The full policy statement and procedures are published in the Policy Directory.
Liberty University comprises a network of students, Alumni, faculty, staff and supporters that together form a Christian community based upon the truth of the Bible. This truth defines our foundational principles, from our Doctrinal Statement to the Code of Honor. These principles irrevocably align Liberty University’s operational procedures with the long tradition of university culture, which remains distinctively Christian, designed to preserve and advance truth. Our desire is to create a safe, comfortable environment within our community of learning, and we extend our academic and spiritual resources to all of our students with the goal of fostering academic maturity, spiritual growth and character development.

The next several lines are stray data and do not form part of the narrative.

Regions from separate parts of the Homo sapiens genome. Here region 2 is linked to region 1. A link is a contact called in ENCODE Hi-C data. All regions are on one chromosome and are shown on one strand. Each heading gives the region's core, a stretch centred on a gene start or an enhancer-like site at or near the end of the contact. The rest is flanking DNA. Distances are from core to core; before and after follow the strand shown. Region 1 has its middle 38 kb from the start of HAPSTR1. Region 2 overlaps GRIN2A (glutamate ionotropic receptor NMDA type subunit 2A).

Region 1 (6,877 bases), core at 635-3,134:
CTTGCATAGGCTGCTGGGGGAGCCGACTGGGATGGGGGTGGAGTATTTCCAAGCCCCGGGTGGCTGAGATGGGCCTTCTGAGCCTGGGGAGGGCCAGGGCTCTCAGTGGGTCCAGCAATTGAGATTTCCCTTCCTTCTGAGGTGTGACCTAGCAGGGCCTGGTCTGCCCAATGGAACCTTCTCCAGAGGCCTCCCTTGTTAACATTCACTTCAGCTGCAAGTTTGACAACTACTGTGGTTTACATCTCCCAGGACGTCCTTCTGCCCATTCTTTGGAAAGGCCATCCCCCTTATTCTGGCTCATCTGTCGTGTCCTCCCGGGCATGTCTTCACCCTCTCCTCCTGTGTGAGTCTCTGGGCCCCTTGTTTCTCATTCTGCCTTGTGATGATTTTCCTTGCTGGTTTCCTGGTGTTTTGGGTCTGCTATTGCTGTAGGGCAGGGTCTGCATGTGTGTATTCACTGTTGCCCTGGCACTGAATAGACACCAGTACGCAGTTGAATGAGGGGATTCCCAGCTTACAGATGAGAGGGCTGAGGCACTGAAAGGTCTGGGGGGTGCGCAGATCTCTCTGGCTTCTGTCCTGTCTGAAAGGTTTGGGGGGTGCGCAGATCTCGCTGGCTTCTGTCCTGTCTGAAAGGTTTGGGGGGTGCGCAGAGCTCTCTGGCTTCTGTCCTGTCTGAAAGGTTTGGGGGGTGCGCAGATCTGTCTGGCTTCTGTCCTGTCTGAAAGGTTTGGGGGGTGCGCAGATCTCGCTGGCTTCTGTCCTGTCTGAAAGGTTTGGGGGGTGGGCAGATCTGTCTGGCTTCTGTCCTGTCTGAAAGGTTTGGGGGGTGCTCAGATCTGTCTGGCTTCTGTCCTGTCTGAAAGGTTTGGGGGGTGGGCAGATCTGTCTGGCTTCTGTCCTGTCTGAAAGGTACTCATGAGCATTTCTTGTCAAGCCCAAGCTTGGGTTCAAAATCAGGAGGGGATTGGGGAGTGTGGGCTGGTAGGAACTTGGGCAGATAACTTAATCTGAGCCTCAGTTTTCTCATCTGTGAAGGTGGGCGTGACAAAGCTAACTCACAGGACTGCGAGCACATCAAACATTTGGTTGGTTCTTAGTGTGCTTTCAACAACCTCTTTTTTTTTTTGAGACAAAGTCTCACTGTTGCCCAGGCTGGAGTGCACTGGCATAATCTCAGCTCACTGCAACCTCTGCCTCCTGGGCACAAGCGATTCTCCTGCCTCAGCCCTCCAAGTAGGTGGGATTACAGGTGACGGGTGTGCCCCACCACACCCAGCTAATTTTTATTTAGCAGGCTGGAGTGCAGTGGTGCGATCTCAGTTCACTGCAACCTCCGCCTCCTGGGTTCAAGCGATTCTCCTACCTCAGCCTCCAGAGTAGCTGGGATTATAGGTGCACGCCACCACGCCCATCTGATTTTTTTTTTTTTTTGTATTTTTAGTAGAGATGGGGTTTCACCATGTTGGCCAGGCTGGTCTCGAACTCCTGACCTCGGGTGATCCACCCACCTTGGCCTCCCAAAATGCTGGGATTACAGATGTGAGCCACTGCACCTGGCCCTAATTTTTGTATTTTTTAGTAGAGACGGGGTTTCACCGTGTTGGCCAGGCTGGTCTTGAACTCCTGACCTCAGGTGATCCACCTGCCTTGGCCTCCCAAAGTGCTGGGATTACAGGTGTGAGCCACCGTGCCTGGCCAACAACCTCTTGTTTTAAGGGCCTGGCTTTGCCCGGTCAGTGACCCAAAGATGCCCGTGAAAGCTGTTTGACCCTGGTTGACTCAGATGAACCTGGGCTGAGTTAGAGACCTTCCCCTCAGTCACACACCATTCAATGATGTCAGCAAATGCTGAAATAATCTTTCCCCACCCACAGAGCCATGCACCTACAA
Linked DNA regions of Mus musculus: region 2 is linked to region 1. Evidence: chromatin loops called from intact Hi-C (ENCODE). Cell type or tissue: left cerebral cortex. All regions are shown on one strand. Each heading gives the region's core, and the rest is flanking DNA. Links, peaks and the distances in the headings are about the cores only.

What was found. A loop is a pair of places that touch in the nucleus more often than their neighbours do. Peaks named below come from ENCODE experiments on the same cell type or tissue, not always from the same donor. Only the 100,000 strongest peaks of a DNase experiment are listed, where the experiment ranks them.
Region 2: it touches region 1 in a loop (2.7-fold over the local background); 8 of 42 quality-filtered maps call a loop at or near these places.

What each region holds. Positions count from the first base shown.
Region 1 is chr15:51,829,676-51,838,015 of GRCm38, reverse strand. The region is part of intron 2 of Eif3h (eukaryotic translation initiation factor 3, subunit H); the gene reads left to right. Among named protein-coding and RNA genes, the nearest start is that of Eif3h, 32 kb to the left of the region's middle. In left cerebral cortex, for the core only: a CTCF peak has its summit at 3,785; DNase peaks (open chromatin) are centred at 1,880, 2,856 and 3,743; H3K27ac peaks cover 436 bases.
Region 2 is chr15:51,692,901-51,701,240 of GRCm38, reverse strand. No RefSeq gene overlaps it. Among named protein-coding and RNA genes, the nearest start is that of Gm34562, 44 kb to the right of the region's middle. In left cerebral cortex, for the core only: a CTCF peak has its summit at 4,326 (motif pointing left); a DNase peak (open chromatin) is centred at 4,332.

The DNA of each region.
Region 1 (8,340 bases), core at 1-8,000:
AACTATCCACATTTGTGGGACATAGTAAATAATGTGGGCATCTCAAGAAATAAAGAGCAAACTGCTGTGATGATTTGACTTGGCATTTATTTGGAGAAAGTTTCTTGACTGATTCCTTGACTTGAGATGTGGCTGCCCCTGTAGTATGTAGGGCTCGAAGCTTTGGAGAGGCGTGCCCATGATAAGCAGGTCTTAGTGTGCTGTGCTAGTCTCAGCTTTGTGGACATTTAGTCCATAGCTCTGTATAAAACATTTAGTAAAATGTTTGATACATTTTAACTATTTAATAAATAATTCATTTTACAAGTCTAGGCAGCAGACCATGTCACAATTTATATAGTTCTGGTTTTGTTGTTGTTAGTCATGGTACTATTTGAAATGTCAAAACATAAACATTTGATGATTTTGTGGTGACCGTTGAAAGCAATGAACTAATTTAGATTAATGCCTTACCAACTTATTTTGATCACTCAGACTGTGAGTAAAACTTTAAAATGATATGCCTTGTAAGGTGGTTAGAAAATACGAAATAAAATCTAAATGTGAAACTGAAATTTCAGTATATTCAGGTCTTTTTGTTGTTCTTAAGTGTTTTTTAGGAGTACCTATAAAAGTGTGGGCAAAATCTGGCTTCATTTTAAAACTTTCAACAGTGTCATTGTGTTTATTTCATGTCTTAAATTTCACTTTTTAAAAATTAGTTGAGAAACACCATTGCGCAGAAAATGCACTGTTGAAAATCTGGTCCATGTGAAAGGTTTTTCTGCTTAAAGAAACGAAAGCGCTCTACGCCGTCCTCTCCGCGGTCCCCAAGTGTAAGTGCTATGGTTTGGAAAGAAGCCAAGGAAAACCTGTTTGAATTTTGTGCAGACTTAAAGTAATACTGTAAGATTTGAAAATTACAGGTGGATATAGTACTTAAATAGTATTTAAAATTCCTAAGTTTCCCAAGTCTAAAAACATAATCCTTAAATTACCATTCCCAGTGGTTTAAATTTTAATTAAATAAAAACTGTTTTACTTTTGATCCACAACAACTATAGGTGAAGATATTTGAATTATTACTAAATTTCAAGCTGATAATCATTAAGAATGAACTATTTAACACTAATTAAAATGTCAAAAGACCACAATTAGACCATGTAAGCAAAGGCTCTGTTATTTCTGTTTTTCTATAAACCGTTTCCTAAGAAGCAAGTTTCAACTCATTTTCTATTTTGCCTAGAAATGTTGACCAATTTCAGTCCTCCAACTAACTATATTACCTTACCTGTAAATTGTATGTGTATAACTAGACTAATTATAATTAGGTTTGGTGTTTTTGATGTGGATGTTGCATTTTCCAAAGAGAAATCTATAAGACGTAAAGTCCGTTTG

Communities are predicated on shared values and goals. The Code of Honor, an expression of the values from which our Doctrinal Statement was born, defines the fundamental principles by which our community exists. At the core of this code lie two essential concepts: a belief in the significance of all individuals, and a reliance on the existence of objective truth.
While we acknowledge that some may disagree with various elements of the Code of Honor, we maintain the expectation that our students will commit to respect and uphold the Code while enrolled at Liberty University.
Adherence to the principles and concepts established within facilitates the success of our students and strengthens the Liberty community.
The Code of Honor can be viewed in its entirety at http://www.liberty.edu/index.cfm?PID=19155.
Textbook: Bjorklund, The Journey of Adulthood (2015).
Reading & Study
Bjorklund: ch. 1
Course Requirements Checklist
DB Forum 1
Bjorklund: chs. 2–3
Bjorklund: chs. 5–6
Bjorklund: ch. 4
DB Forum 2
Bjorklund: chs. 7, 9
DB Forum 3
Bjorklund: ch. 8
Bjorklund: ch. 10
Bjorklund: chs. 11–12
DB = Discussion Board
NOTE: Each course module/week (except Module/Week 1) begins on Tuesday morning at 12:00 a.m. (ET) and ends on Monday night at 11:59 p.m. (ET). The final module/week ends at 11:59 p.m. (ET) on Friday.